Scholz was critical of Trump after the NATO statements

Any relativization of NATO's guarantee of assistance would be “irresponsible and dangerous,” Schalz told a joint press conference with Polish Prime Minister Donald Tusk. However, Tusk said Trump's comments should act “like a cold shower” and encourage Europe's states to invest more in their own defense.

German Chancellor Olaf Scholz has strongly rejected claims by former US President Donald Trump that he is unwilling to defend renegade NATO allies if re-elected. “Any comparison of NATO's guarantee of assistance is irresponsible and dangerous,” Scholz said at a joint press conference with Polish Prime Minister Donald Tusk in Berlin on Monday evening.

Tusk said Trump's comments should act “like a cold shower” and encourage Europe's states to invest more in their own defense. Schales criticized statements like those made by Trump as “only in Russia's interest.” The German chancellor reiterated that NATO's defense promise is “unrestricted: one for all, one for all.” Addressing the head of the Polish government, Scholz emphasized: “Poland's security is our security, and we feel responsible for it.”

Scholz confirms the cost of protection

In this context, Scholz confirmed that Germany will spend two percent of its economic output on defense this year – and will do so “for all time”. The relevant decisions were taken after his “breakthrough” speech on February 27, 2022.

Trump, the most promising candidate for the Republican presidential nomination, announced an unspecified meeting with the head of a NATO country at a rally in the US state of South Carolina on Saturday. “A president of a great country stands up and says, 'Well, sir, if we don't pay, if we're attacked by Russia, will you protect us?'

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“You didn't pay, are you guilty?” Trump said. Then he will not protect the country. Trump said he would encourage Russia to “do whatever they want”.

Polish President Tusk said during his visit to Berlin, “I am sure that these words of Donald Trump should act as cold rain for all of us.” Europe should “expect full cooperation with the United States” on defense policy, but also invest in its own defense.

Tusk said the EU's economic output and population were significantly higher than Russia's – adding: “So we don't have to be militarily weak.” In this context, Tusk said he considered French President Emmanuel Macron's words about Europeanization. French nuclear weapons are “critical” to nuclear deterrence. Such signals from European partners should be taken “really seriously”.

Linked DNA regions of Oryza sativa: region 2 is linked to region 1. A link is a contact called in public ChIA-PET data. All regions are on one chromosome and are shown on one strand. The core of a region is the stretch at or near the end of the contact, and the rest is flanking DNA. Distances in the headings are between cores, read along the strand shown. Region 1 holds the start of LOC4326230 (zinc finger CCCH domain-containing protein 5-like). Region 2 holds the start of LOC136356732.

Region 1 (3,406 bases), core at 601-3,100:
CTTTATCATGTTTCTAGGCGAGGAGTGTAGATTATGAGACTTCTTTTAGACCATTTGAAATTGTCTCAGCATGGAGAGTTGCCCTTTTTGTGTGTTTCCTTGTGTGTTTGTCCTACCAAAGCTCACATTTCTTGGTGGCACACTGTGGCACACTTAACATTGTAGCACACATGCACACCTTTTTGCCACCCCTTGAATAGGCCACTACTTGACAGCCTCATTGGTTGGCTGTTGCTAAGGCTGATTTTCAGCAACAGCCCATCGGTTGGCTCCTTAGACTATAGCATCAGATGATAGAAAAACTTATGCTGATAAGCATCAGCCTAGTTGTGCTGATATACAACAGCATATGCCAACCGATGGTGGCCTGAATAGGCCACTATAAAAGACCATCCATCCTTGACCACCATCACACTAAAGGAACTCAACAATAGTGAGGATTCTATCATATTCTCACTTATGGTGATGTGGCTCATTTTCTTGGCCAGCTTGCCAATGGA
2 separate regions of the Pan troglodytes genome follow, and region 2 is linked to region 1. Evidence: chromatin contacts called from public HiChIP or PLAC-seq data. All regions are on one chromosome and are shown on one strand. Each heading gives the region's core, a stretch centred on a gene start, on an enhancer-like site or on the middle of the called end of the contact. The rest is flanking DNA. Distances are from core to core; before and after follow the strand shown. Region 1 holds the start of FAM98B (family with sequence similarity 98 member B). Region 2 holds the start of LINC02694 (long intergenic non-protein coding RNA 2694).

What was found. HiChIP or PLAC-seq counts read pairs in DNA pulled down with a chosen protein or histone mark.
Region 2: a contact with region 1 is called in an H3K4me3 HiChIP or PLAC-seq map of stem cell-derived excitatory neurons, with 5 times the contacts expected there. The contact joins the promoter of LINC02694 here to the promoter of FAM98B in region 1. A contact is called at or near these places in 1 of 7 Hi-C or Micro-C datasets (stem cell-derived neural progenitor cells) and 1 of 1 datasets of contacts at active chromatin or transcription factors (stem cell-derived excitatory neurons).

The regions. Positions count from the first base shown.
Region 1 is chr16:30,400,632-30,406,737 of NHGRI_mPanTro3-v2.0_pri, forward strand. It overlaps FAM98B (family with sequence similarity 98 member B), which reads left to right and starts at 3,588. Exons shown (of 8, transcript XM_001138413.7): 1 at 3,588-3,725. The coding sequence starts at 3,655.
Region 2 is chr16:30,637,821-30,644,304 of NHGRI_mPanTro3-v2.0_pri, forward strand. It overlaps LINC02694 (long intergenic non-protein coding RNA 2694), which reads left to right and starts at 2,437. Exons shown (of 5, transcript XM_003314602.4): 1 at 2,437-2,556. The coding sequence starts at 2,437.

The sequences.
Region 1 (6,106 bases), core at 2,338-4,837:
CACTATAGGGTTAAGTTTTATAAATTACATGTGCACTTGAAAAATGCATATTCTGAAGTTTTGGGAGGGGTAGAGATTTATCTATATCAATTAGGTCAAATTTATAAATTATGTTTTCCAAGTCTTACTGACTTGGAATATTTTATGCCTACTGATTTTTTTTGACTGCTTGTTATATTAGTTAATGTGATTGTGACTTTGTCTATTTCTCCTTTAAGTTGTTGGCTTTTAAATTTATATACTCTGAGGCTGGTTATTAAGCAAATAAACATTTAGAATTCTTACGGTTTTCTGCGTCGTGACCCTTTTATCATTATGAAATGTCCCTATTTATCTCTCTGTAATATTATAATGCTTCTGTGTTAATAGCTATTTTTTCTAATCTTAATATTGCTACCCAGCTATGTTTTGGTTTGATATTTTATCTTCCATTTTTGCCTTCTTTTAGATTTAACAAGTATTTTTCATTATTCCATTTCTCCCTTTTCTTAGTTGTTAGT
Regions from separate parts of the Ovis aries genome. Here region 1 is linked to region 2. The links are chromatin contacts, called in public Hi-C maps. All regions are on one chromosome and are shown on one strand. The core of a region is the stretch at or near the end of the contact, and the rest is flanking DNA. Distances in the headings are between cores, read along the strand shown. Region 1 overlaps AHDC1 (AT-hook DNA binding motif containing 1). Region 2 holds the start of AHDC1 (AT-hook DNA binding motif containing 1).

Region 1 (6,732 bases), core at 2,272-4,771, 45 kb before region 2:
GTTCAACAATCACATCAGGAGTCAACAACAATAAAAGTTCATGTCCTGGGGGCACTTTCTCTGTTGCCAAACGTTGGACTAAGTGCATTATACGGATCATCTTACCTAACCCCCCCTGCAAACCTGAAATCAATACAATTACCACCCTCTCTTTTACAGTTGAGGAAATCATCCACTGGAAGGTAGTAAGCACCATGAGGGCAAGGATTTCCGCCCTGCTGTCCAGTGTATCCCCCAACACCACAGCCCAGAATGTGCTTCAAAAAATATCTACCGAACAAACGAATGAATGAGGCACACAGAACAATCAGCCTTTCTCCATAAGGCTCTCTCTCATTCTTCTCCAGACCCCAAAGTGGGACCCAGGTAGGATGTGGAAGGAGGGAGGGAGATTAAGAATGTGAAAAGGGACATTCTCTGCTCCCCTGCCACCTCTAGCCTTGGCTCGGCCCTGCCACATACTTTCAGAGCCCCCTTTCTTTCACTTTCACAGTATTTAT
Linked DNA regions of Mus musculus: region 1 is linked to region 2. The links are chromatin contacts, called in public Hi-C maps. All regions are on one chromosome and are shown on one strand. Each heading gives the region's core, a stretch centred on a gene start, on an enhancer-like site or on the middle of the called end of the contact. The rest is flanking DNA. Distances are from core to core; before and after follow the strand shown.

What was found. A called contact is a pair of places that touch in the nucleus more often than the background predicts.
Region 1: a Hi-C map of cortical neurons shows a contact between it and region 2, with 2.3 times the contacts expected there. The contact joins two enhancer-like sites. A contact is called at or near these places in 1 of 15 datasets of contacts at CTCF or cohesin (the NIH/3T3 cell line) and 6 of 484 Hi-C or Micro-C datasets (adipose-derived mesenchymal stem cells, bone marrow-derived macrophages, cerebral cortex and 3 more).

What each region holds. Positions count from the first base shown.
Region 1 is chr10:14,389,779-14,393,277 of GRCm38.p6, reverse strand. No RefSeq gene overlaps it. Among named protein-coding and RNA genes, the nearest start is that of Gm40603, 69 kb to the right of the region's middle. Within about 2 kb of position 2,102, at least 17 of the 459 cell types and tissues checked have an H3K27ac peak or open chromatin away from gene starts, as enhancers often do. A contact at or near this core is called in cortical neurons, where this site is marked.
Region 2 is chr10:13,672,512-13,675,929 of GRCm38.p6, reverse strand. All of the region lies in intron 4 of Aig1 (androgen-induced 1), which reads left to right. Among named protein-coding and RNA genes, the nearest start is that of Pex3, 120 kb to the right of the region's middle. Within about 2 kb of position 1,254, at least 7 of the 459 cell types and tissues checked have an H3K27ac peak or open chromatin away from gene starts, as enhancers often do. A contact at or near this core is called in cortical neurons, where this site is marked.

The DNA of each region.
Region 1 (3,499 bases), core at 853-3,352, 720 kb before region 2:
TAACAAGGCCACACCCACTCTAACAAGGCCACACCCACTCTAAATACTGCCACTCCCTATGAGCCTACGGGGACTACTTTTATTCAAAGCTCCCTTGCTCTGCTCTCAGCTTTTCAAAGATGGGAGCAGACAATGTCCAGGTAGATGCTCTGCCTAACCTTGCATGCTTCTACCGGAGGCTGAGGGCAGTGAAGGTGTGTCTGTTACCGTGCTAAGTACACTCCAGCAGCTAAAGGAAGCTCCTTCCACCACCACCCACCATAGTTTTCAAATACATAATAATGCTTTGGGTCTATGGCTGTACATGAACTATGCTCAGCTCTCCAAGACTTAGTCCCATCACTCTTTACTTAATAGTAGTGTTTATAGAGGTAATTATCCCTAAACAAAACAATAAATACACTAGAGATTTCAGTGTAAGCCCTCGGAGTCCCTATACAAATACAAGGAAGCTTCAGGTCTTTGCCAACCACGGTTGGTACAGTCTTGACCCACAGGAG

Tusk also said in Berlin that Poland's new government wants to start negotiations with Berlin on reparations for World War II damages. In a formal and legal sense, the question of reparations has been closed for years, the head of the Polish government said after the meeting with Scholes.

A few hours earlier, Tusk met Macron in person in Paris. Macron has pushed to expand the European arms industry. He also announced a new Franco-Polish treaty, which included closer cooperation on nuclear proliferation.

Foreign ministers are taking action against Russian cyber attacks

Parallel to the meeting between Tusk and Scholz, the foreign ministers of France, Germany and Poland met in La Celle-Saint-Cloud near Paris. Chief diplomats announced plans to work together against Russian cyberattacks and propaganda.

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French Foreign Minister Stephane Sejournay announced a new “alert mechanism” for France, Germany and Poland. Its aim is to uncover such disruptive efforts and make them public. German Foreign Minister Annalena Baerbach later said: “Together we will not allow people's confidence to be undermined from outside.”

The meeting took place within the framework of the so-called Weimar Triangle of three states. The format, which has existed since 1991, unites the three most populous and militarily powerful EU members. According to diplomatic sources, the format should be updated as the change of government in Warsaw should facilitate cooperation. Former EU Council President Tusk replaced Mateusz Morawiecki from the right-wing nationalist Law and Justice (PiS) party late last year. (APA/AFP)

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